CIO Symmetry

May 13 2010   8:01PM GMT

A hidden benefit of cloud computing disaster recovery

Christina Torode Christina Torode Profile: Christina Torode


Maybe this is obvious to others, but it wasn’t to me when I was talking to a systems integrator about its new cloud computing disaster recovery service.

Although cloud computing is not exactly being embraced by all for disaster recovery, due to incomplete SLAs — and the possibility of the cloud provider actually causing a disruption — there is a flip side.

Many companies buy business continuity operations insurance and have trouble proving the cost of an outage when it comes time to collect from their insurers.

With an on-demand DR plan, that problem can be resolved, said Chris Pyle, CEO of Champion Solutions Group in Boca Raton, Fla.

The company introduced a pay-as-you-use “cloud continuity” DR service. A hurricane hits, a switch is flipped to turn on your backup site, the hurricane subsides, and the switch is turned off.

“Because you’re only paying for what you use, you can send a bill to the insurer that shows the normal state of your operations and compare it to the capacity you needed during the disaster,” he said.

Hey, if it can decrease wrangling with an insurance provider, midmarket companies may be all for it. Still, such a benefit will remain unrealized until midmarket companies start to adopt cloud services for more than online storage and email.

Adoption of the cloud for disaster recovery is on the fast track with SMBs, according to Mike Martin, director of cloud computing at Farmington, Hills, Mich.-based Logicalis Group.

He estimates that 25% of the inquiries about its cloud services are for DR. “They want an infrastructure partner that can keep data synchronous [with their production site], and leverage virtualization to spin up virtual systems for data replication,” he said.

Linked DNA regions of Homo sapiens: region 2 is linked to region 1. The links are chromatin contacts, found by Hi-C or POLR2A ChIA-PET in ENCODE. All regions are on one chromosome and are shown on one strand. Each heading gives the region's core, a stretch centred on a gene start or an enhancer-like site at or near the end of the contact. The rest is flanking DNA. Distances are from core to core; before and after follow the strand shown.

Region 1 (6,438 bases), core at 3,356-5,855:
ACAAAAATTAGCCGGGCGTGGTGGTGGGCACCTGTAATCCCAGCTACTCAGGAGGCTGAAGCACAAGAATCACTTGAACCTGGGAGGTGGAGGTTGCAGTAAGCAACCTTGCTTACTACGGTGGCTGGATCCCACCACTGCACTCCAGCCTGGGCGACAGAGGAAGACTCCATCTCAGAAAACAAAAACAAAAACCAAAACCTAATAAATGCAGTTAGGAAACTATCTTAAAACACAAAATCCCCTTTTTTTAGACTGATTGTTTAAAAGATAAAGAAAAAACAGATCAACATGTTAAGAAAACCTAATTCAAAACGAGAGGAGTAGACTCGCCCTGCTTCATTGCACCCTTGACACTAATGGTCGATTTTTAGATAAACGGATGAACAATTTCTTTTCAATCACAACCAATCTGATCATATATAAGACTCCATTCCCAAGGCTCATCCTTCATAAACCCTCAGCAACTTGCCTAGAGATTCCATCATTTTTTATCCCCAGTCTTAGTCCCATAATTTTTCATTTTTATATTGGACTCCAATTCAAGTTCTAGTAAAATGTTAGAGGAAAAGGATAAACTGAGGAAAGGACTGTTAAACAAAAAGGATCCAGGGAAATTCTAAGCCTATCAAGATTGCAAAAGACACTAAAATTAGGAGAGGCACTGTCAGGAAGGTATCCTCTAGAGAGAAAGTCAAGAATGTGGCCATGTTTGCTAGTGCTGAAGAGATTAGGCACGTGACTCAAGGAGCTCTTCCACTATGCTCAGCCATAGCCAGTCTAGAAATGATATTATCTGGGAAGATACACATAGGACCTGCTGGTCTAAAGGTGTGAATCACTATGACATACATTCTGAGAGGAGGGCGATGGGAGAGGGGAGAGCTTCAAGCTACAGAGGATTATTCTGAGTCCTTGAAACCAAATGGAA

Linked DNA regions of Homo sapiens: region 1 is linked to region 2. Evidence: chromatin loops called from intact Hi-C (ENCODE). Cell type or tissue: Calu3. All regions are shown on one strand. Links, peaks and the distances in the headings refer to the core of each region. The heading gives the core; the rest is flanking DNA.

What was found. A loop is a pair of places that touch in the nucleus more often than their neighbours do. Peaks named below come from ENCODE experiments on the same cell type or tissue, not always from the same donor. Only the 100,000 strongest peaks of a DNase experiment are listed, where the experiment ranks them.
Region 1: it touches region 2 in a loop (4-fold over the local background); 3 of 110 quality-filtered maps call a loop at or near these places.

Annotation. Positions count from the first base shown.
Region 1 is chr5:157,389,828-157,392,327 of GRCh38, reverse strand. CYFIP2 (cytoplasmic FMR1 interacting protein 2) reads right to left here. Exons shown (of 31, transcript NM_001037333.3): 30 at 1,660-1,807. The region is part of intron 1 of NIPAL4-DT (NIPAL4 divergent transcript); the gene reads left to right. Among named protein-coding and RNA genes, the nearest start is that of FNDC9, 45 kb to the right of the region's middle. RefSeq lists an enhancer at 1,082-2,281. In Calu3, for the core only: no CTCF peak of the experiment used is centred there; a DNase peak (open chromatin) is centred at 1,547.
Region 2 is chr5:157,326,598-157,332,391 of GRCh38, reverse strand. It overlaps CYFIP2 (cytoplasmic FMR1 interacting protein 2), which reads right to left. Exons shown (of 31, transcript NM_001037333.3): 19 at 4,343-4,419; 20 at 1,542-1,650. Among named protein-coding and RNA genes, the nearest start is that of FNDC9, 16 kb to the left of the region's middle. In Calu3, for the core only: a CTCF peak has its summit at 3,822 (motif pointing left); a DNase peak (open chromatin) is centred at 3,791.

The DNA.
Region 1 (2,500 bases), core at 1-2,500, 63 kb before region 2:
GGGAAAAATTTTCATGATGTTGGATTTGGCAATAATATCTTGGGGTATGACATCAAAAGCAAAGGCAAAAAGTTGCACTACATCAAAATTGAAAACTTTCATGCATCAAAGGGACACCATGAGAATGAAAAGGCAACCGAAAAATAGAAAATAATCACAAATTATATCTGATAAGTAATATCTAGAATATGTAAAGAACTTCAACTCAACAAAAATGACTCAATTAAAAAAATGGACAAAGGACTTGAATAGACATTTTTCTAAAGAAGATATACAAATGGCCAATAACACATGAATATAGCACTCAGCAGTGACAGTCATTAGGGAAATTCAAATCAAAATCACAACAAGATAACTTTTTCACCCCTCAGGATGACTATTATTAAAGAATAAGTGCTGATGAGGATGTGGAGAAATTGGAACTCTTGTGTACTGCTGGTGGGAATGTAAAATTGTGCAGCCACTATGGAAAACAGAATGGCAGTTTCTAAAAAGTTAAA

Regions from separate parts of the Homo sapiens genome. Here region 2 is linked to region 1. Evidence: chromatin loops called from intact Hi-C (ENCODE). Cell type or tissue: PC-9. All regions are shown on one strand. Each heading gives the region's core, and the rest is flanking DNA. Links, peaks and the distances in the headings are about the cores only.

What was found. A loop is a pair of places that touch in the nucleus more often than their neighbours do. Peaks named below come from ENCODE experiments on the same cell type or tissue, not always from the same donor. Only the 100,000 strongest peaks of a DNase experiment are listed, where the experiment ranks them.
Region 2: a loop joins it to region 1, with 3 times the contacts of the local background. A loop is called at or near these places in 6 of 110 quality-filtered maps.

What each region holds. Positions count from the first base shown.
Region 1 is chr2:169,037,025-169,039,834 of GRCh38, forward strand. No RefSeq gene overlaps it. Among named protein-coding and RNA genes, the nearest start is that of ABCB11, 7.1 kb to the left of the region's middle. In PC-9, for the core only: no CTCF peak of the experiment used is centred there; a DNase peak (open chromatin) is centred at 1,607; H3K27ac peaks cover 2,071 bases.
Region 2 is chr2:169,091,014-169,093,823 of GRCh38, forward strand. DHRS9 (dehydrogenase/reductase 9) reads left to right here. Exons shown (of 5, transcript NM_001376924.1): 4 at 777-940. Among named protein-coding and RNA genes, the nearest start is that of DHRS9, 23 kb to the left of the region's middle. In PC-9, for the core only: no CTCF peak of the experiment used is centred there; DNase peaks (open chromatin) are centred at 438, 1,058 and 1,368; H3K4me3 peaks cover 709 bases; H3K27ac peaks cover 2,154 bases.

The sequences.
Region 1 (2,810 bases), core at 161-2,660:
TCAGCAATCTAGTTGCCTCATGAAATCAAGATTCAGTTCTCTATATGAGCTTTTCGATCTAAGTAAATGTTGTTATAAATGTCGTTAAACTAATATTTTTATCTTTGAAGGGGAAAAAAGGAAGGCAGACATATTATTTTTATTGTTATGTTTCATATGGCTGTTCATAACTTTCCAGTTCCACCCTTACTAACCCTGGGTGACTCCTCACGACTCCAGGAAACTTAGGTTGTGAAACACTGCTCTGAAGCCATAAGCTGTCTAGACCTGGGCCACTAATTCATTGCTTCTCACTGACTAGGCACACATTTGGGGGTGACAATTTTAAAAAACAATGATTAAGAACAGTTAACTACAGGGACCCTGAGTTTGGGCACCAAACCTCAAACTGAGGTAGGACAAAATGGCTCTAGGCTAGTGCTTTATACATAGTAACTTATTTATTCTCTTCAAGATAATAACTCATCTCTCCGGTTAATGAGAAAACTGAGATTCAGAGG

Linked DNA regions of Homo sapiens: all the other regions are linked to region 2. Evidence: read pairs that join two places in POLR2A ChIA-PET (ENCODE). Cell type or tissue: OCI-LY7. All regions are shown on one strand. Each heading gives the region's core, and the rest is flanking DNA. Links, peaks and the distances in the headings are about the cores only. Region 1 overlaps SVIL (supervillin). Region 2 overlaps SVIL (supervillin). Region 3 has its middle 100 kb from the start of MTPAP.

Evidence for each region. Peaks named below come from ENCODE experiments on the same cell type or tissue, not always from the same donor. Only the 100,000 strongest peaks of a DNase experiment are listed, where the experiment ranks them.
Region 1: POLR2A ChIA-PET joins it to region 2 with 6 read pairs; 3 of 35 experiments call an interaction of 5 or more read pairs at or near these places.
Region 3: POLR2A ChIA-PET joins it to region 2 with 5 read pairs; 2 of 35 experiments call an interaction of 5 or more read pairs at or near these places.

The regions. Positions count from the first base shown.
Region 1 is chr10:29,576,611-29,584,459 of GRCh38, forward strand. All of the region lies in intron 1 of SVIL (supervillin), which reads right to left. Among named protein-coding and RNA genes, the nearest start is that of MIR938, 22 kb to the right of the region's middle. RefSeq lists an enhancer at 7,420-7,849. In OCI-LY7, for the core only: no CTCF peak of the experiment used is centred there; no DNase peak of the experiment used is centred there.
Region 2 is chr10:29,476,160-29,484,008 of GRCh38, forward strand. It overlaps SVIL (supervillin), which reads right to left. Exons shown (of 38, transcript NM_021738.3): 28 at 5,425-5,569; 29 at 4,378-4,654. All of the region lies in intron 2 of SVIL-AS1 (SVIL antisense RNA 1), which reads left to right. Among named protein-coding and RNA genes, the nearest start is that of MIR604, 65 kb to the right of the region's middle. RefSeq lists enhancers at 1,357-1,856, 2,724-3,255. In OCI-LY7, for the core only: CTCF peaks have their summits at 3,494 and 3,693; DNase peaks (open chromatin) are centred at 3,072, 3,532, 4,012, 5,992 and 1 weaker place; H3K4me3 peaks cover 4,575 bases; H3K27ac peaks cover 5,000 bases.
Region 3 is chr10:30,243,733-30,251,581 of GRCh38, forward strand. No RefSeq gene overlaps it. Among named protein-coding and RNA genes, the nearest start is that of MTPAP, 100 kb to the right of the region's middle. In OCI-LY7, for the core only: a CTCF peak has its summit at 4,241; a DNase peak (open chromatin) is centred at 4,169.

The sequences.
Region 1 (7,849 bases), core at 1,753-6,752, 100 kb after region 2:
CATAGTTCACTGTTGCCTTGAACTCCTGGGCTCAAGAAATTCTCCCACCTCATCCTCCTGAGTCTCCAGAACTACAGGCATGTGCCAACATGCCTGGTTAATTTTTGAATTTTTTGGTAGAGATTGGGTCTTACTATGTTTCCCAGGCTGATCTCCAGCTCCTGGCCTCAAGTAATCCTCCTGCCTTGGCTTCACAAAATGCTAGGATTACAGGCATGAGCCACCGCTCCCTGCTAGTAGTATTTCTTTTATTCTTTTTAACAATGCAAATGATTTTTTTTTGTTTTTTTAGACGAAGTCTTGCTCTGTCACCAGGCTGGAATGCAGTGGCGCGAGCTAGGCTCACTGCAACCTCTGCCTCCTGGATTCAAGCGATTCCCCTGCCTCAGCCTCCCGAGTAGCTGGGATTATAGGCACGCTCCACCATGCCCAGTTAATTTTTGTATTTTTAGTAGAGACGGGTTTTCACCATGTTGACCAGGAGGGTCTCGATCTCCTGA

Time will tell if such inquiries turn into implementations. For now, a lot of education is under way, with CIOs still navigating their way through what is really capable in the cloud, and at what cost.

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2  Comments on this Post

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  • Adema
    Mr. Pyle does not appear to understand that a disaster doesn't provide advance warning. His comments relate to disaster avoidance not recovery. The strategy of continuity through redundancy or partial redundancy is old. The old problems still exist, cloud (internet) or otherwise, of data relevance due to update cycles and change control. Real disaster recovery solutions need to be tested periodically for applicability, rigor and volume (infinitely scalability is a notion). This benchmark or baseline should be adequate for insurance purposes.
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  • SLM791
    I think what Mr. Pyle was simply stating is that you can have additional resources when necessary even though your using a small amount of resources consistently for replication of data and testing. With a ‘pay-as-you-use’ cloud DR model, you are in fact recovering from a disaster with current replicated data that resides in the cloud.
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